Proximity Sensor Enables Social Distancing on Assembly Lines
CHICAGO—In the post-coronavirus world, manufacturers will need to address social distancing on their assembly lines. One solution may be to deploy proximity sensors.
Engineering USA has developed a device called Smart Proximity. The sensors interact with each other by sending and receiving location information. When two devices are “visible” to each other, they provide real-time warning indicators (sound and LED light), asking operators to maintain a safe distance.
“Our mission has always been to deliver technology that helps the manufacturing industry adapt to the continuously changing needs of the world around us,” says Zivile Badaraite, marketing specialist at Engineering USA. “And, in the midst of the current health crisis, our aim is to deliver the solutions [manufacturers] require to quickly restart operations and protect the safety of their [employees] at the same time.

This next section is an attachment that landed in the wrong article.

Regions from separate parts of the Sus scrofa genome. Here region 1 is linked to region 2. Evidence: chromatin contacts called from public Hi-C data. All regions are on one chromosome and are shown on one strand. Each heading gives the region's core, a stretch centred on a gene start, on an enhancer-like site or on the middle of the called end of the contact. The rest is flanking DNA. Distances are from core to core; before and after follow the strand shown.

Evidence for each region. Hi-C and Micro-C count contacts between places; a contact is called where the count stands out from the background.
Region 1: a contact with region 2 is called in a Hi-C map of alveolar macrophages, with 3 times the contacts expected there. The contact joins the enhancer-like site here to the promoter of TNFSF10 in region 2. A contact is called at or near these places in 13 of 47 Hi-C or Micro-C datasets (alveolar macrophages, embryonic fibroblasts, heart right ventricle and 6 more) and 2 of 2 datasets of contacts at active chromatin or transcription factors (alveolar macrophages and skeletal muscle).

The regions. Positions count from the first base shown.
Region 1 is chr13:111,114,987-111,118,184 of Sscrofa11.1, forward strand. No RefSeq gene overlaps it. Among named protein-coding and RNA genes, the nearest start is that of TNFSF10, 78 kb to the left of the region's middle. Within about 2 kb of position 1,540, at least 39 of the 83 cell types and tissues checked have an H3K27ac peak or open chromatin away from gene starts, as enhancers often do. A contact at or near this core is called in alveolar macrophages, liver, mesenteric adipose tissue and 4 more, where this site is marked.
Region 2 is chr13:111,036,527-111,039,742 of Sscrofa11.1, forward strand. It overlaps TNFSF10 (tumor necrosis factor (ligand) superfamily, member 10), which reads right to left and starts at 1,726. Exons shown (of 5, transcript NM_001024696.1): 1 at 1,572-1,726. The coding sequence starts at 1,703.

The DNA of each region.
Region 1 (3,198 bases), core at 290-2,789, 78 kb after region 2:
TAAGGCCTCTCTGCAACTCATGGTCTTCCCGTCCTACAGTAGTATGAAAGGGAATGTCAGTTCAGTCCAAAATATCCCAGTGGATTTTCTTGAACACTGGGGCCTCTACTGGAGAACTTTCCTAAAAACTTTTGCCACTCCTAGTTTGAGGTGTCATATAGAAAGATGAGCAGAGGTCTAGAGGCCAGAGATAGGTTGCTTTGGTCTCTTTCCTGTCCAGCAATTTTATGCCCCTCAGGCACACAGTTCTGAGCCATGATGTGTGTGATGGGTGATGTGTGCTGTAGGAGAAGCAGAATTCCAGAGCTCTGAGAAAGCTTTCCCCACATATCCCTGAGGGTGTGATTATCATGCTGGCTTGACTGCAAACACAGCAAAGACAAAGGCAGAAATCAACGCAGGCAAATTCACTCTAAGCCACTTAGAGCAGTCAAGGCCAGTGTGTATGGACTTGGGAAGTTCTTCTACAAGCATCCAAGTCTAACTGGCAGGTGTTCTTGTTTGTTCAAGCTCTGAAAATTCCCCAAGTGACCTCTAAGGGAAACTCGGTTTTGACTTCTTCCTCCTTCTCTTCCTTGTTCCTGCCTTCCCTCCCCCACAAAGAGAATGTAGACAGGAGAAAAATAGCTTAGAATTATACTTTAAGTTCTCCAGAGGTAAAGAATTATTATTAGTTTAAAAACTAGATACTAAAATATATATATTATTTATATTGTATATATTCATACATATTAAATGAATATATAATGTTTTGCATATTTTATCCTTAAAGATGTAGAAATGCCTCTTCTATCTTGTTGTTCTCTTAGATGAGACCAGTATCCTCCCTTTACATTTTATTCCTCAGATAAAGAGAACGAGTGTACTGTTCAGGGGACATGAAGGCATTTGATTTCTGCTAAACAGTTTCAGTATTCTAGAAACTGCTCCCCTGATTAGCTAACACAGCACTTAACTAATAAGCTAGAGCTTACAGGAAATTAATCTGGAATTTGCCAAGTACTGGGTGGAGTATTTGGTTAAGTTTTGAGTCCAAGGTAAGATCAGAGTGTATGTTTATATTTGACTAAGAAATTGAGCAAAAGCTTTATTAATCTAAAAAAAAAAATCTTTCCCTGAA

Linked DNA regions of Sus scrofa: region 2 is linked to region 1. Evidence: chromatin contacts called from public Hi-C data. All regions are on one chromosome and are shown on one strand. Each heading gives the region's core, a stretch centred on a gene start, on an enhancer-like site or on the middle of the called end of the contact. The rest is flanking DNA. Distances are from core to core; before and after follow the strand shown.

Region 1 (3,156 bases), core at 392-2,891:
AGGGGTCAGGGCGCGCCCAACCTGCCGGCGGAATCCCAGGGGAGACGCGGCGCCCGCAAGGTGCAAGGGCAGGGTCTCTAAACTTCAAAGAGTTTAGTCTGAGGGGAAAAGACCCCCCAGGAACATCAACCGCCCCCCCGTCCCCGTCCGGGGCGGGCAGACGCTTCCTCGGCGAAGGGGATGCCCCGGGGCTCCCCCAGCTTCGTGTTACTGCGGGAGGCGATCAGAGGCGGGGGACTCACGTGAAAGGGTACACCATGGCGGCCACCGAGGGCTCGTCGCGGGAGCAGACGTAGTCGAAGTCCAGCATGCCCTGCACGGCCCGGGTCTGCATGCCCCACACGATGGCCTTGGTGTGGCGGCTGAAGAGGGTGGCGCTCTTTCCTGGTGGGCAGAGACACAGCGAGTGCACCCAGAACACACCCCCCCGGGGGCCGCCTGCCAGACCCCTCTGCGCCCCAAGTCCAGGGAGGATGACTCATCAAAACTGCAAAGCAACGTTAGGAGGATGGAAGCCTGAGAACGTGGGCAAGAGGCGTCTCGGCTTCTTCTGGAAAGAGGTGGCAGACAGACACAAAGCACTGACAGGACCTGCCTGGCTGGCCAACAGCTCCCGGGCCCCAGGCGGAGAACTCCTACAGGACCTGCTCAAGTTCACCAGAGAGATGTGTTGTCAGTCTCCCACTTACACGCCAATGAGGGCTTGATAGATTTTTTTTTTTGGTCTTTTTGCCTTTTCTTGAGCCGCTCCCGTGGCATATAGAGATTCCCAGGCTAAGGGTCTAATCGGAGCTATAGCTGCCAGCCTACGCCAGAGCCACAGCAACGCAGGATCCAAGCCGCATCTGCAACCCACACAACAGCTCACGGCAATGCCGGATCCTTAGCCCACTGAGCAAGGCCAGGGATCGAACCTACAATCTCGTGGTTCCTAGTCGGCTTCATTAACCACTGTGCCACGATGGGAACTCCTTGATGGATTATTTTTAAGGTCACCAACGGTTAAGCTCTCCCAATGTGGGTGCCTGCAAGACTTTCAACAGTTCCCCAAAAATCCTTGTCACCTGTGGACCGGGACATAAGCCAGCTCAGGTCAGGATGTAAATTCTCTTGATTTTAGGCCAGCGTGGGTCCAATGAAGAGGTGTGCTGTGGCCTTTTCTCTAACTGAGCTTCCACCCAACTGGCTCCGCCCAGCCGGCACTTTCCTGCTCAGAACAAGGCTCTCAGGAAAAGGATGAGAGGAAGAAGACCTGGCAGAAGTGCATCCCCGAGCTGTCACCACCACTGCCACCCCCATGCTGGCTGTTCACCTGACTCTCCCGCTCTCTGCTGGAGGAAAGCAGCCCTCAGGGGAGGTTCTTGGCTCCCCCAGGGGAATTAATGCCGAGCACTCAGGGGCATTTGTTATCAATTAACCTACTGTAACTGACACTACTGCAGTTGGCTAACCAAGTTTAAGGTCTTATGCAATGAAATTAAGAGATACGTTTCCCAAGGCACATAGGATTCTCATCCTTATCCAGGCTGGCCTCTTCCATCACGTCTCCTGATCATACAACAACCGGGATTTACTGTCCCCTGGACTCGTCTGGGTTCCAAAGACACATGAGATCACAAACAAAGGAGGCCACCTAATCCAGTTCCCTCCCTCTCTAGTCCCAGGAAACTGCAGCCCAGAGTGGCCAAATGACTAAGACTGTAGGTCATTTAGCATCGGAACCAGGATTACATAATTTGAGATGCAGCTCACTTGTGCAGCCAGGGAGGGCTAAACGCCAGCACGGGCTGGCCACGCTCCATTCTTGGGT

“The restoration of the American economy relies on [people] returning to work and [companies] returning to full operational capacity,” claims Badaraite. “But, to do so, manufacturers are being required to ensure the safety and well-being of their workforce, not only to prevent the spread of this pandemic, but to protect their people moving forward, as the medical community warns of a second and third wave of contagion in the coming months.
“Social distancing will remain the reality for a while,” adds Badaraite. “Smart Proximity was designed with this in mind.”
According to Badaraite, each operator wears a Smart Proximity sensor. It communicates with a gateway, reporting its own unique identifier (UID), the nearby sensor’s UID, the timestamp and the elapsed time. The gateway communicates this information to a server, which creates a graph of relations, monitors and tracks critical events in real time.
“If two operators fail to keep a proper safe distance in a specific time frame, both sensors provide warning signals, such as vibration, lights or sound, notifying [them] to immediately increase to a safe distance,” explains Badaraite.
“Data related to the breach of safe distancing is tracked in the Smart Proximity platform,” adds Badaraite. “If an operator informs the company of contamination, the system will run a report and identify every person who has been in contact with the operator and must be quarantined.”
To learn more about the Smart Proximity, click www.engusa.com.